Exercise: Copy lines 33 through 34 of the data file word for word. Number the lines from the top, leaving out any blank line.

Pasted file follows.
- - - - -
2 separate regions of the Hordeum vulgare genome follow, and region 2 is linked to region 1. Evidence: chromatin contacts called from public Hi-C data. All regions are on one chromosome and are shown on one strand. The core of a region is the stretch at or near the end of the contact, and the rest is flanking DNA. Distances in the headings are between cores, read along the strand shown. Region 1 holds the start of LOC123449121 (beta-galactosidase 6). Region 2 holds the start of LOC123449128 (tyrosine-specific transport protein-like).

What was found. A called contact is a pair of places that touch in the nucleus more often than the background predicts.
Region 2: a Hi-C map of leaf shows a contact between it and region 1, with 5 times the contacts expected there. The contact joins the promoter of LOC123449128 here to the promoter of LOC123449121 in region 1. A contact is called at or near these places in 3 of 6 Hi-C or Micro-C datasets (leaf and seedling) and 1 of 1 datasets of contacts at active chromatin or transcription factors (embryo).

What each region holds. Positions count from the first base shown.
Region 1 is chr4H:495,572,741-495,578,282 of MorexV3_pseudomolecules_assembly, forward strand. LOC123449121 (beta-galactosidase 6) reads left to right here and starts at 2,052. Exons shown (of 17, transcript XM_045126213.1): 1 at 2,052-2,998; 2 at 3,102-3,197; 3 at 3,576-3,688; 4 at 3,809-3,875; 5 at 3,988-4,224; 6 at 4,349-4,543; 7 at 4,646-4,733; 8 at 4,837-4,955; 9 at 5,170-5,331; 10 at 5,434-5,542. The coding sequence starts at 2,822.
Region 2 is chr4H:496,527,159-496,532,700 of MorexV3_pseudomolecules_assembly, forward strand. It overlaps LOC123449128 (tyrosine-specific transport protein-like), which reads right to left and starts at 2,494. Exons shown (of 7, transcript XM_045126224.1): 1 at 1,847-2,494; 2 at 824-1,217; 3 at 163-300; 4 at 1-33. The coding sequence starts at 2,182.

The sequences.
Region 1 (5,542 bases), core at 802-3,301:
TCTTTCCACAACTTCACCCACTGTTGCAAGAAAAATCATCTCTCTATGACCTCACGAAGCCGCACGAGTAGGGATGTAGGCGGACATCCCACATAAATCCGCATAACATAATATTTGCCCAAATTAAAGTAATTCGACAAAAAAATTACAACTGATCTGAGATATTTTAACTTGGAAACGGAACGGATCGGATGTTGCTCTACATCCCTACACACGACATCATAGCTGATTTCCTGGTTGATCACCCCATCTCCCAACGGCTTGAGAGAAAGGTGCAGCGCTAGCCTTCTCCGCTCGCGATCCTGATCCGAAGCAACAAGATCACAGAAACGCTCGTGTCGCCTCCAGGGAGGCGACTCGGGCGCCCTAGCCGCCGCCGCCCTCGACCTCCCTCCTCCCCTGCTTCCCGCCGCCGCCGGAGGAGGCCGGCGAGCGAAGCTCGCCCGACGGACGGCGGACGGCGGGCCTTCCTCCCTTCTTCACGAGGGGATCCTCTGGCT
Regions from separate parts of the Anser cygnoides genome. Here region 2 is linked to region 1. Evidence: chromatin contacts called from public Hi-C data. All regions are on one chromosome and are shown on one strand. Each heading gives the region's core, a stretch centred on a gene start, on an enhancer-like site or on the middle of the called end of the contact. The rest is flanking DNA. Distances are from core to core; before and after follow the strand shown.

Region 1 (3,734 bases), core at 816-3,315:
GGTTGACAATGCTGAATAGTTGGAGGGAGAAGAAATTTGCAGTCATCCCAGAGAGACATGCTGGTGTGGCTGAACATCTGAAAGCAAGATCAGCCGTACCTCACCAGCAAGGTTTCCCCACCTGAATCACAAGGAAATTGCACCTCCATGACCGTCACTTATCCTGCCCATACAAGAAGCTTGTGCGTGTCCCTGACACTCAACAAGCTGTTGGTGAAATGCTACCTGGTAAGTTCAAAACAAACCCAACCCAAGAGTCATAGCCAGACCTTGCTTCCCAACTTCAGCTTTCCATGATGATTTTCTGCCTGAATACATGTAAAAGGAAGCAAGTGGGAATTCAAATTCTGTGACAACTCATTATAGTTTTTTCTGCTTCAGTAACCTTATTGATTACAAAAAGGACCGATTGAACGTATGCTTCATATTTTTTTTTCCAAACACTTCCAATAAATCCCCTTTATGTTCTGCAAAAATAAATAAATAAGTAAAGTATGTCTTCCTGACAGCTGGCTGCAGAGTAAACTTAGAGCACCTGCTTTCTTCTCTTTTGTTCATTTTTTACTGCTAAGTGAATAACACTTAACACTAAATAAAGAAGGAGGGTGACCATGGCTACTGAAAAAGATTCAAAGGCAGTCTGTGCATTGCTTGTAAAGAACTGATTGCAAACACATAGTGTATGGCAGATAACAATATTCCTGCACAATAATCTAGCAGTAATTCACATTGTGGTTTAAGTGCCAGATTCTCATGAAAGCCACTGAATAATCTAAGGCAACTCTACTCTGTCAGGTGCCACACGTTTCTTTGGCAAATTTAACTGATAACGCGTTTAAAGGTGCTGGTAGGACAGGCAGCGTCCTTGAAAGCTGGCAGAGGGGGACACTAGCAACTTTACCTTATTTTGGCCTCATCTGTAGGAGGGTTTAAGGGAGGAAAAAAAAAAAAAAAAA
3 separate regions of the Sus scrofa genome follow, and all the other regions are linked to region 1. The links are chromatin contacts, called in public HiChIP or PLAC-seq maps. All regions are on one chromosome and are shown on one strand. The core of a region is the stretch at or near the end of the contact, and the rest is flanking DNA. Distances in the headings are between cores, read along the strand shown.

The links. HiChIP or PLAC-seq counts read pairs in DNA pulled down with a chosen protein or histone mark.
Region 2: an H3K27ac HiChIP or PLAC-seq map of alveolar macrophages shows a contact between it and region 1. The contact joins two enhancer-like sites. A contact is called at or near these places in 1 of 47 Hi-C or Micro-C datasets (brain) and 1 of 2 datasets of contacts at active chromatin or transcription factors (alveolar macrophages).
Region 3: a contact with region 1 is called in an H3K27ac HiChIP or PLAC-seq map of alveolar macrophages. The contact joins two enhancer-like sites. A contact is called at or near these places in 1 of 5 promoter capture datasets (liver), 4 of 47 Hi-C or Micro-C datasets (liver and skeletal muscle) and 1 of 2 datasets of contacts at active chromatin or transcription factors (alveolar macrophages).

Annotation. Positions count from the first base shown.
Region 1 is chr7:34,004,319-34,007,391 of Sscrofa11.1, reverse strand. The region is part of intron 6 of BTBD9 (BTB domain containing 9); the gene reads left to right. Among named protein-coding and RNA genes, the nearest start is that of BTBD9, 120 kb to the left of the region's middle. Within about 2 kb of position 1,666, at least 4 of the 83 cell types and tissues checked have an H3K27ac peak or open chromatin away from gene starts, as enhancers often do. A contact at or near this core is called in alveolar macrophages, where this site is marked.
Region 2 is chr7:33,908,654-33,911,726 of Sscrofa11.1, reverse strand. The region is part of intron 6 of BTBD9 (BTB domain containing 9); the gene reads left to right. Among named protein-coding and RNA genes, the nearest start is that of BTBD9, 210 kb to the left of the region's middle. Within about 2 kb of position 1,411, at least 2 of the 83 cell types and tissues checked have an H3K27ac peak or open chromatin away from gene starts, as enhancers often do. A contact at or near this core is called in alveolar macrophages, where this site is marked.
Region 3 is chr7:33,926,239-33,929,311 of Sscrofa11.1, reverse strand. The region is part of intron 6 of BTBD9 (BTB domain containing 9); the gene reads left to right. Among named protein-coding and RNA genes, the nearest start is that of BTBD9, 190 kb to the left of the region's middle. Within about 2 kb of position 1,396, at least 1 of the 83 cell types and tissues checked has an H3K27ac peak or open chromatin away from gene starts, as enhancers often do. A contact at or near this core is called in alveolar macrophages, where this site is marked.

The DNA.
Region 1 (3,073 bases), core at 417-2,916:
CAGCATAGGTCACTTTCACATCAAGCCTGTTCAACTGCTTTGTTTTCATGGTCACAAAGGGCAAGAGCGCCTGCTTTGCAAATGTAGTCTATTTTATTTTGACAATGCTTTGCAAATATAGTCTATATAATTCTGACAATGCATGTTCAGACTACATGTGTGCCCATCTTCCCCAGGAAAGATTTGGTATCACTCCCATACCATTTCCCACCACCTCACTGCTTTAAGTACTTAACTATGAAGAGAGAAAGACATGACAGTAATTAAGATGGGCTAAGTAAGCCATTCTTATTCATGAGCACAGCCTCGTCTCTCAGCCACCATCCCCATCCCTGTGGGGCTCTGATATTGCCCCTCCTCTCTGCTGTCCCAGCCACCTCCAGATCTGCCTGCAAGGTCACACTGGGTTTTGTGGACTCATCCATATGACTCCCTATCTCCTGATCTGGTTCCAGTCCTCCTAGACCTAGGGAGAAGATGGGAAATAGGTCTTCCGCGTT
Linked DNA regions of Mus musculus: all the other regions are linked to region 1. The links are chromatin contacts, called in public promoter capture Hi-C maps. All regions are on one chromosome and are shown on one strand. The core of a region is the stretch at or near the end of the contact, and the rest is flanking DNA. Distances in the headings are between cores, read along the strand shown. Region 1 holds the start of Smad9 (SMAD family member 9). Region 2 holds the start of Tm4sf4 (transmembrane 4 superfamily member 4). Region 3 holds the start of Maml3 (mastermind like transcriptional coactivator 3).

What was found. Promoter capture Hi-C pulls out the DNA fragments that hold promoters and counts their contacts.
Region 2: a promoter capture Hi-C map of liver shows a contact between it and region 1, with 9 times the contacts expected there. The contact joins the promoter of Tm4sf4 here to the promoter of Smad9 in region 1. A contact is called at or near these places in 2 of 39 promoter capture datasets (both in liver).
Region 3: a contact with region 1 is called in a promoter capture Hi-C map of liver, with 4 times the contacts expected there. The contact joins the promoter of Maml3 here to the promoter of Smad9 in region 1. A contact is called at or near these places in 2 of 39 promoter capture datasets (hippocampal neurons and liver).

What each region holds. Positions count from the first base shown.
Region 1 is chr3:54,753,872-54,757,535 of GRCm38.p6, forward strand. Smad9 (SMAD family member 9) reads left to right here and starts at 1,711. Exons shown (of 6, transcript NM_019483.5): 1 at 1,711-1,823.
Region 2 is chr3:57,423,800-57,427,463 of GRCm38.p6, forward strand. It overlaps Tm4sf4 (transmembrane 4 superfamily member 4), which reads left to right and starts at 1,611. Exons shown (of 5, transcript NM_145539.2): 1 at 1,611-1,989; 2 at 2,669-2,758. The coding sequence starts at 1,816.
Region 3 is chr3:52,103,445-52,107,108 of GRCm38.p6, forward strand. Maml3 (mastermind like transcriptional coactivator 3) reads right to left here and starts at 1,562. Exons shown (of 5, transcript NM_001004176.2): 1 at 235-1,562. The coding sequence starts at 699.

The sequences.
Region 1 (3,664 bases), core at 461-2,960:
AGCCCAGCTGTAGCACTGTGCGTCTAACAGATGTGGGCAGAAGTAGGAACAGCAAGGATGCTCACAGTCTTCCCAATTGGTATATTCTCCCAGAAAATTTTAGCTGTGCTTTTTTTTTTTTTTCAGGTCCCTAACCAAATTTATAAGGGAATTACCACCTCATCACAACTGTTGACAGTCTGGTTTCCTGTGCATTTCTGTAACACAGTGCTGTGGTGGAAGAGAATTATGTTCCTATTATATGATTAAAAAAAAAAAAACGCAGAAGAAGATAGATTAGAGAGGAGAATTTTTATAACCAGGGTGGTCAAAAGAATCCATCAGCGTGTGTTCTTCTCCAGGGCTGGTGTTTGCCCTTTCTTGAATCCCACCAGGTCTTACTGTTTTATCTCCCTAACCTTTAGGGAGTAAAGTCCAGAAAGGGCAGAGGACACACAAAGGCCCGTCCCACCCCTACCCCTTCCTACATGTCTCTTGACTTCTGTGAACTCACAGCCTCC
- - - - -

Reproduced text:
Region 1 (3,664 bases), core at 461-2,960:
AGCCCAGCTGTAGCACTGTGCGTCTAACAGATGTGGGCAGAAGTAGGAACAGCAAGGATGCTCACAGTCTTCCCAATTGGTATATTCTCCCAGAAAATTTTAGCTGTGCTTTTTTTTTTTTTTCAGGTCCCTAACCAAATTTATAAGGGAATTACCACCTCATCACAACTGTTGACAGTCTGGTTTCCTGTGCATTTCTGTAACACAGTGCTGTGGTGGAAGAGAATTATGTTCCTATTATATGATTAAAAAAAAAAAAACGCAGAAGAAGATAGATTAGAGAGGAGAATTTTTATAACCAGGGTGGTCAAAAGAATCCATCAGCGTGTGTTCTTCTCCAGGGCTGGTGTTTGCCCTTTCTTGAATCCCACCAGGTCTTACTGTTTTATCTCCCTAACCTTTAGGGAGTAAAGTCCAGAAAGGGCAGAGGACACACAAAGGCCCGTCCCACCCCTACCCCTTCCTACATGTCTCTTGACTTCTGTGAACTCACAGCCTCC